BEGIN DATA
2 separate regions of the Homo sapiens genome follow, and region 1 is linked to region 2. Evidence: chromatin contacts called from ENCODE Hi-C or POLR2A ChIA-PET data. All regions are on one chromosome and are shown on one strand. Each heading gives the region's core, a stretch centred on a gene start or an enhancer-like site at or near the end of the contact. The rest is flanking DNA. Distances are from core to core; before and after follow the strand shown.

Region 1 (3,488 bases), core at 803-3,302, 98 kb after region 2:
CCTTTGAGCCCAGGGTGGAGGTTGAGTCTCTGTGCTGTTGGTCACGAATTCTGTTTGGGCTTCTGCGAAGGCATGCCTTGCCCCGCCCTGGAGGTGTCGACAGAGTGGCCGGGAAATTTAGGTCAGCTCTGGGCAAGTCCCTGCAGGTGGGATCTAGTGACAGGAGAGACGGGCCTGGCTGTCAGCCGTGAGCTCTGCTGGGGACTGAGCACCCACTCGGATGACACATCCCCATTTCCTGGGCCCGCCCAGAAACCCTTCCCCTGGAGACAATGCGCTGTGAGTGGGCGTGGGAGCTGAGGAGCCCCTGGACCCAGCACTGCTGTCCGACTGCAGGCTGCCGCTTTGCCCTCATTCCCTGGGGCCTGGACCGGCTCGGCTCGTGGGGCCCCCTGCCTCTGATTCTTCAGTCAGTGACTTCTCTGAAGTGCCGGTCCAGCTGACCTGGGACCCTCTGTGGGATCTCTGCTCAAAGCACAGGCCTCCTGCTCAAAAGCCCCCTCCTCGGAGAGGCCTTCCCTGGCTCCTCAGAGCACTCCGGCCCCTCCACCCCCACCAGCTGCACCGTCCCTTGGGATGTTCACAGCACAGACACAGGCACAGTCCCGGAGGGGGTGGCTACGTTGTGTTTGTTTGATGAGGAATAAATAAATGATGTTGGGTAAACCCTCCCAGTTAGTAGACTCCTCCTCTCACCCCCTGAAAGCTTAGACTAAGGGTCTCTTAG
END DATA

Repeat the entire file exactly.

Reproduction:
2 separate regions of the Homo sapiens genome follow, and region 1 is linked to region 2. Evidence: chromatin contacts called from ENCODE Hi-C or POLR2A ChIA-PET data. All regions are on one chromosome and are shown on one strand. Each heading gives the region's core, a stretch centred on a gene start or an enhancer-like site at or near the end of the contact. The rest is flanking DNA. Distances are from core to core; before and after follow the strand shown.

Region 1 (3,488 bases), core at 803-3,302, 98 kb after region 2:
CCTTTGAGCCCAGGGTGGAGGTTGAGTCTCTGTGCTGTTGGTCACGAATTCTGTTTGGGCTTCTGCGAAGGCATGCCTTGCCCCGCCCTGGAGGTGTCGACAGAGTGGCCGGGAAATTTAGGTCAGCTCTGGGCAAGTCCCTGCAGGTGGGATCTAGTGACAGGAGAGACGGGCCTGGCTGTCAGCCGTGAGCTCTGCTGGGGACTGAGCACCCACTCGGATGACACATCCCCATTTCCTGGGCCCGCCCAGAAACCCTTCCCCTGGAGACAATGCGCTGTGAGTGGGCGTGGGAGCTGAGGAGCCCCTGGACCCAGCACTGCTGTCCGACTGCAGGCTGCCGCTTTGCCCTCATTCCCTGGGGCCTGGACCGGCTCGGCTCGTGGGGCCCCCTGCCTCTGATTCTTCAGTCAGTGACTTCTCTGAAGTGCCGGTCCAGCTGACCTGGGACCCTCTGTGGGATCTCTGCTCAAAGCACAGGCCTCCTGCTCAAAAGCCCCCTCCTCGGAGAGGCCTTCCCTGGCTCCTCAGAGCACTCCGGCCCCTCCACCCCCACCAGCTGCACCGTCCCTTGGGATGTTCACAGCACAGACACAGGCACAGTCCCGGAGGGGGTGGCTACGTTGTGTTTGTTTGATGAGGAATAAATAAATGATGTTGGGTAAACCCTCCCAGTTAGTAGACTCCTCCTCTCACCCCCTGAAAGCTTAGACTAAGGGTCTCTTAG